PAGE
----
Perhaps the finest hour of the Missouri was the day the Japanese surrendered on her deck. She was in Tokyo Bay and Japan’s representatives apparently expected to be killed when they boarded the ship; perhaps that’s what they’d have done to a surrendering enemy. In any case, Douglas MacArthur and some Allied representatives signed some paperwork and it was all over. Imagine the relief of an actual end, a treaty between countries. World War II was the last war the U.S. declared, and V-J Day was the last real victory.

Among them the Arizona, Bowfin, and Missouri represent the beginning, middle, and end of America’s war in the Pacific. Today the Missouri’s big guns are at a 45-degree angle, as they would be to fire a salute. They are in fact saluting the Arizona memorial, beneath which many brothers in arms still lie entombed in their ship.

Of all the brave warriors in the U.S. forces, it was said (by cartoonist Bill Mauldin, among others) that the Nisei were second to none. Nisei were people born in the U.S. (or Canada) whose parents were immigrants from Japan. Some of those parents were interned in camps in the United States, but that didn’t stop their sons from being drafted, or from fighting courageously. The same could be said of the many black troops who were treated far from equally at home, and who were segregated in the armed forces themselves. It’s a great stain on an otherwise honorable time. Somehow America’s largest single ethnic group, German-Americans, did not end up in internment camps.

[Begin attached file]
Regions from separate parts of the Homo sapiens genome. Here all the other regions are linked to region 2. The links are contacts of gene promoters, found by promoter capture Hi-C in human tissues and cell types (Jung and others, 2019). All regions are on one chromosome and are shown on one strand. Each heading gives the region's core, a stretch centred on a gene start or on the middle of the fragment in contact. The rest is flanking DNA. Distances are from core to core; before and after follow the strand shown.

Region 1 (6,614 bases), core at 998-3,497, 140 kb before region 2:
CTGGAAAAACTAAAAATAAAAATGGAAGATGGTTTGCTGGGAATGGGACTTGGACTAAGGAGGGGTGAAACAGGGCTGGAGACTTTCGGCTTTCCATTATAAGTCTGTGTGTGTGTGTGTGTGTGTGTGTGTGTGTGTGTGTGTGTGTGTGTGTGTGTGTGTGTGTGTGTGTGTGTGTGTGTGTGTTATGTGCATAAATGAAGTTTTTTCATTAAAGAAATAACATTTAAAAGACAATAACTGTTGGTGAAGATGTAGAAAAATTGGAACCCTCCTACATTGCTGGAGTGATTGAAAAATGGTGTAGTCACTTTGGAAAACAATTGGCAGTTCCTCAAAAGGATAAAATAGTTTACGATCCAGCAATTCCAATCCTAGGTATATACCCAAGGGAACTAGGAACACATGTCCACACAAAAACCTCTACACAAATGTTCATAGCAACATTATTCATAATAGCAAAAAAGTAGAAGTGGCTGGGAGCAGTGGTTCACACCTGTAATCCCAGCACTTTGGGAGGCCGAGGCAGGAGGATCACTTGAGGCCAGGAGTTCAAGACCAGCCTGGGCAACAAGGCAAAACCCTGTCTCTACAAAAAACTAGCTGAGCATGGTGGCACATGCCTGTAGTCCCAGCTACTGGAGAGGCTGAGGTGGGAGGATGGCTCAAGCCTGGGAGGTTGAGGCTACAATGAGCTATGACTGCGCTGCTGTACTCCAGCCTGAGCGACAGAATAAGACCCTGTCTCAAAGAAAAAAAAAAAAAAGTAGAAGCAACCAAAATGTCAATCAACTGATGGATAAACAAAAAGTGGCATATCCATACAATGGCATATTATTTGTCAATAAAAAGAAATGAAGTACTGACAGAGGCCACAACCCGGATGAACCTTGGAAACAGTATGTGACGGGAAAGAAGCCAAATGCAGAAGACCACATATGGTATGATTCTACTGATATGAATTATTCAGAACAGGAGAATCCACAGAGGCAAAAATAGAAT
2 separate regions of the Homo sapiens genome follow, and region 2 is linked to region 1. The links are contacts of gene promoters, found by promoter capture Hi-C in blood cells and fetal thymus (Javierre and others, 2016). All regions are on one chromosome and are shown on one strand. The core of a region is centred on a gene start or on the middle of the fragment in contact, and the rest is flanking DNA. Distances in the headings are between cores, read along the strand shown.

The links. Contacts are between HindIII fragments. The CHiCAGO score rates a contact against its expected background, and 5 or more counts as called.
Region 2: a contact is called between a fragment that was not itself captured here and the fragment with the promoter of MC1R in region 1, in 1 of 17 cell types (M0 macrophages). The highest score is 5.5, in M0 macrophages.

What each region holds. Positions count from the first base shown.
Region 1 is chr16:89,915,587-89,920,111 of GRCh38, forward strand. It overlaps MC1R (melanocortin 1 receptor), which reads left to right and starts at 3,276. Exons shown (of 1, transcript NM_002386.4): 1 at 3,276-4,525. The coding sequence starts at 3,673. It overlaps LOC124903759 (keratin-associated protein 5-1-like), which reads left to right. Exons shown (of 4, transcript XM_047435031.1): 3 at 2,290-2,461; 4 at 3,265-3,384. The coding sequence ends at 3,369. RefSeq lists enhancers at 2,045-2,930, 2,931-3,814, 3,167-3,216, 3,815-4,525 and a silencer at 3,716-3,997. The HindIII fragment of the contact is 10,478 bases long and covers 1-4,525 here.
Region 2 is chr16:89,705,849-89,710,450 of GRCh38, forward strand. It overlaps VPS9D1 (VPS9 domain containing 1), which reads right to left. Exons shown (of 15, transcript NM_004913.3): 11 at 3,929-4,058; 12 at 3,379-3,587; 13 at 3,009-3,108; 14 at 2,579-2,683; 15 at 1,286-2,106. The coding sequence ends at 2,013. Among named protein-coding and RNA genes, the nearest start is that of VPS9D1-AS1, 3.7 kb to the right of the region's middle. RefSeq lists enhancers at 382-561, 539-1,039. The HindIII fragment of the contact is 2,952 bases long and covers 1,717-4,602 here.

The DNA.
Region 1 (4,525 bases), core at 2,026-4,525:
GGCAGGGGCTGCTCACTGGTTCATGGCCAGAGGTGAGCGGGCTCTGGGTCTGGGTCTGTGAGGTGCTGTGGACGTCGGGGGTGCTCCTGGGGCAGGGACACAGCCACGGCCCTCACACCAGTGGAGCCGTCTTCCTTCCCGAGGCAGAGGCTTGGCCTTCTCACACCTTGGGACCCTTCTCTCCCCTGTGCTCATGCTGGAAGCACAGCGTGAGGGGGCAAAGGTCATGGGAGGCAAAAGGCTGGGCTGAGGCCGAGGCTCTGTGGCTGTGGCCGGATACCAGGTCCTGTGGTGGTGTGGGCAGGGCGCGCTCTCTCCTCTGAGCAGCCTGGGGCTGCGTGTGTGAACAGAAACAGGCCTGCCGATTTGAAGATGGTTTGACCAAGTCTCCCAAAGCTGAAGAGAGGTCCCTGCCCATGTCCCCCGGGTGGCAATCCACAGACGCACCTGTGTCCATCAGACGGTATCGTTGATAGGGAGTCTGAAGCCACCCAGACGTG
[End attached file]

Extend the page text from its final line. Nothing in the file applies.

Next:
At Pearl Harbor we met the daughter-in-law of a native Hawaiian, “Uncle Herb,” who was a veteran of that day. Uncle Herb recently passed away, but before that he spent decades volunteering at the memorial and talking to people about his experience. Now his daughter-in-law is carrying on his memory. It reminded me of the stunning tour we had at Auschwitz, where our Polish guide revealed that she was the daughter-in-law of a survivor.

It also reminded me of the uncles in my family. After the war and his injuries at Pearl Harbor, Uncle Clyde was stationed in occupied Japan. There he married Aunt KoKo, one of the most delightful Americans I ever met. That is part of the story too.